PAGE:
Langton Capital – 2021-03-01 – Budget pleas, state aid, unit closures, JDW, SSP, Shake Shack etc.:
Budget pleas, state aid, unit closures, JDW, SSP, Shake Shack etc.:
A DAY IN THE LIFE:
We watched The Blues Brothers again over the weekend and it brought home that a) it’s been 20+ years since we last watched it and b) it remains an exceptionally good film.
The music’s spot on, the cartoonish nature of it works very well, Belushi is a nutcase, the deadpan humour is great, and the cast actually look as though they had fun making the film.
And the last shouldn’t be underestimated. The clothes & hairstyles may have dated but none of the above facets of the film have and, if we can say the same about ourselves and what we did and looked like back in the late 70s and early-80s, we’ll be abnormally lucky.
Indeed, check out Spielberg in the film we’ve just mentioned. He has a cameo at the very end and it’s a wonder he didn’t use whatever sway he had in Hollywood subsequently to have the last five minutes of the film destroyed!
Anyway, that’s enough of that. It’s March, it’s meteorological spring and the days are getting longer but the weather’s schizophrenic. We had a sunhat on yesterday and there’s frost on the ground this morning. On to the news:
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PUBS & RESTAURANTS:
Budget 2021 overview:
• Attention has switched from un-lockdown proposals to the possible content of Wednesday’s Budget.
• Rarely has so much attention been focused on the event. Sunak will outline the current state of the UK economy and its outlook. He will then give some details as to his proposed moves re taxation and borrowing.
• PM Boris Johnson has ruled out a return to austerity. If spending is not to be cut, the government will need to raise taxes or continue borrowing – or both.
• Borrowing could be a possible short-term fix. The Conservative backbenches, the Labour Party and business are all saying that it is too early to cut support and too early to put up taxes.
• The debt markets (and the currency markets) will ultimately be the judge of how far this can be allowed to go. See premium email for further comment.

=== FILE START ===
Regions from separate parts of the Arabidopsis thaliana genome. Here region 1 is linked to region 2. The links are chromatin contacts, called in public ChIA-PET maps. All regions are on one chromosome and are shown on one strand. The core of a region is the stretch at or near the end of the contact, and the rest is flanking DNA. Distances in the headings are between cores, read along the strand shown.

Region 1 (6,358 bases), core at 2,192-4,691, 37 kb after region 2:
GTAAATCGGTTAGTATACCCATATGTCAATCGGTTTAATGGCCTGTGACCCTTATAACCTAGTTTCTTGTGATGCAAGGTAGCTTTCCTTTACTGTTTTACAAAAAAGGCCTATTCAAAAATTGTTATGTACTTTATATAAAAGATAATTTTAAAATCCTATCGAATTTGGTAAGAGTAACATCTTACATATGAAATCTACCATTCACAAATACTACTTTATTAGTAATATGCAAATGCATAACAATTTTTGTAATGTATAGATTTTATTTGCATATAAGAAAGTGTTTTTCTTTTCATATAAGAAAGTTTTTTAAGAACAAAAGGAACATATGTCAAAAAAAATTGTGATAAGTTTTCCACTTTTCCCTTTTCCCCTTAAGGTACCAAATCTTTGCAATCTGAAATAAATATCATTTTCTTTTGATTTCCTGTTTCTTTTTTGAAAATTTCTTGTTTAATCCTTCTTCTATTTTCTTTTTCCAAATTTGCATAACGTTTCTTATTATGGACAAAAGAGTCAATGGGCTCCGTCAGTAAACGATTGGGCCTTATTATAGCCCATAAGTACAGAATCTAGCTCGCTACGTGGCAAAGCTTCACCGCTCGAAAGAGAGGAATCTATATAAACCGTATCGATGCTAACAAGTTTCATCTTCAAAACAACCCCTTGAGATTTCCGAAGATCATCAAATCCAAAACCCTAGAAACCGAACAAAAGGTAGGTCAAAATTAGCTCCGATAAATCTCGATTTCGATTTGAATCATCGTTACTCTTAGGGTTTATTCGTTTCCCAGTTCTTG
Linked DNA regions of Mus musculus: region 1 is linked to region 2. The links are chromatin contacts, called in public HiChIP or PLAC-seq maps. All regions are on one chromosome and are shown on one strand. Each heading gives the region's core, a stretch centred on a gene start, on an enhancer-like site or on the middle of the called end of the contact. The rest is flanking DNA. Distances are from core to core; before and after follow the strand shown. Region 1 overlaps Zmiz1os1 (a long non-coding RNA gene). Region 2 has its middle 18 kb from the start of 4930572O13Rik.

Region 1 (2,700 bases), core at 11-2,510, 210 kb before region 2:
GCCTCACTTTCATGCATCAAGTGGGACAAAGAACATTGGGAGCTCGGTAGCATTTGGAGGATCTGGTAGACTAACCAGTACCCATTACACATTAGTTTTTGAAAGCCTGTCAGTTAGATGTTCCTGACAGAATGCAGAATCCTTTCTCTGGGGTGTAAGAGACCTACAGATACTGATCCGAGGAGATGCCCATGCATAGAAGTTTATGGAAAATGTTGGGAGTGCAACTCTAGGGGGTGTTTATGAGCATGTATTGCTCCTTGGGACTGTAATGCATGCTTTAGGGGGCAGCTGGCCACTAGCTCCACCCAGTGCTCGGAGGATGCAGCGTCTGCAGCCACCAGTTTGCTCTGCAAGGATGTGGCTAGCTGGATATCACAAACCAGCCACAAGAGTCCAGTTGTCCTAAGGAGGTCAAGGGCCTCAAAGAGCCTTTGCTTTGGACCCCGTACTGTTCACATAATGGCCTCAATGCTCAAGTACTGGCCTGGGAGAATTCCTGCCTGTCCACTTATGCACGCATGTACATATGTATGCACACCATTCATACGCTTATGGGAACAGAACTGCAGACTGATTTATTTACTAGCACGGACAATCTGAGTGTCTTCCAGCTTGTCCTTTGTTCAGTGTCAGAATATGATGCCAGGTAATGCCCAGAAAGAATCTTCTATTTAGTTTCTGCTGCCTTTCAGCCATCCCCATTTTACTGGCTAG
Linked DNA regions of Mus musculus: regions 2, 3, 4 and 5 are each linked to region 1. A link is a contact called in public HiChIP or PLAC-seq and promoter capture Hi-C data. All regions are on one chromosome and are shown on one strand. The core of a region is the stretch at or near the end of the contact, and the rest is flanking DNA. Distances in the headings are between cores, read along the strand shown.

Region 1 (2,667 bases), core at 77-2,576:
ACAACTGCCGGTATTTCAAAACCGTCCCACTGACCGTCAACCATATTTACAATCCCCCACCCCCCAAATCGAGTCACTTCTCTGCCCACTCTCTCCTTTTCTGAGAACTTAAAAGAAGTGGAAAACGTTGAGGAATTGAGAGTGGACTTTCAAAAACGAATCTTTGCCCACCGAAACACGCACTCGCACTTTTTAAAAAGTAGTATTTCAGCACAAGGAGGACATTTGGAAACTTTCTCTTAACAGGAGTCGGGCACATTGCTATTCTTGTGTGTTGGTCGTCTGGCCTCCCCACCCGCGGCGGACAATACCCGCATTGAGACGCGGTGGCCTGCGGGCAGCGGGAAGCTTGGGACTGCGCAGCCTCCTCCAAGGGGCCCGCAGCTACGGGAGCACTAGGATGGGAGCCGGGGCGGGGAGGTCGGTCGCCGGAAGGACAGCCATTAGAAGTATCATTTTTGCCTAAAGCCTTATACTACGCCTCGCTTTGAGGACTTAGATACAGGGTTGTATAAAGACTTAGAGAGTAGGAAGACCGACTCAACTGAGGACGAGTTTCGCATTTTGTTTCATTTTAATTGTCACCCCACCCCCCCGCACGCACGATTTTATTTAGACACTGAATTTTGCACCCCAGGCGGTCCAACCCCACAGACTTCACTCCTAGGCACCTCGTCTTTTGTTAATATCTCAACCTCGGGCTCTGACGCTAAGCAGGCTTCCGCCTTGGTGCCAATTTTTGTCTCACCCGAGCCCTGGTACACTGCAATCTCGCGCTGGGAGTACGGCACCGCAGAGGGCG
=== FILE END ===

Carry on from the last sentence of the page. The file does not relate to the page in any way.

• Ahead of Wednesday’s crucial speech, there is talk of Beer Duty cuts, of a continuation of the Furlough, the 5% VAT rate and the suspension of business rates and a potential £5bn ‘Save the High Street’ package.
Pre-Budget trade appeals for help:
• The BBPA and Long Live the Local have reported on a YouGov poll that ‘found that 3 in 4 Brits (76%) believed that pubs are important to local communities – a 4 percentage point increase since July 2019.’ It found that ‘64% also said that pubs are important in securing the future of local high streets.’
• The report says ‘when asked if they wanted the Chancellor to help pubs in the forthcoming Budget, only 12% of respondents thought the Government should not do anything. 52% of people supported a cut in business rates, 46% of people wanted to see a cut or freeze in beer duty and 42% supported a reduction on VAT on pub food.’
• Langton comment – see premium email.
• The survey also finds that 62% of respondents ‘think the Government should use the Spring Budget to support Britain`s brewing industry with 54% of people thinking a cut in beer duty should be included in the Budget, as 7 in 10 (69%) thinking that the level of beer duty in the UK, which is 11 times higher than that in Germany, is unfair.’ There may be some political traction here.
• The BBPA’s Emma McClarkin says ‘these findings serve as a much-needed reminder to how important local pubs are to our communities. People miss their local and the sense of community it brings.’ Long Live the Local says ‘people want Government to help Britain’s pub and brewing sector in this Budget -especially following the extremely tough year they have faced.’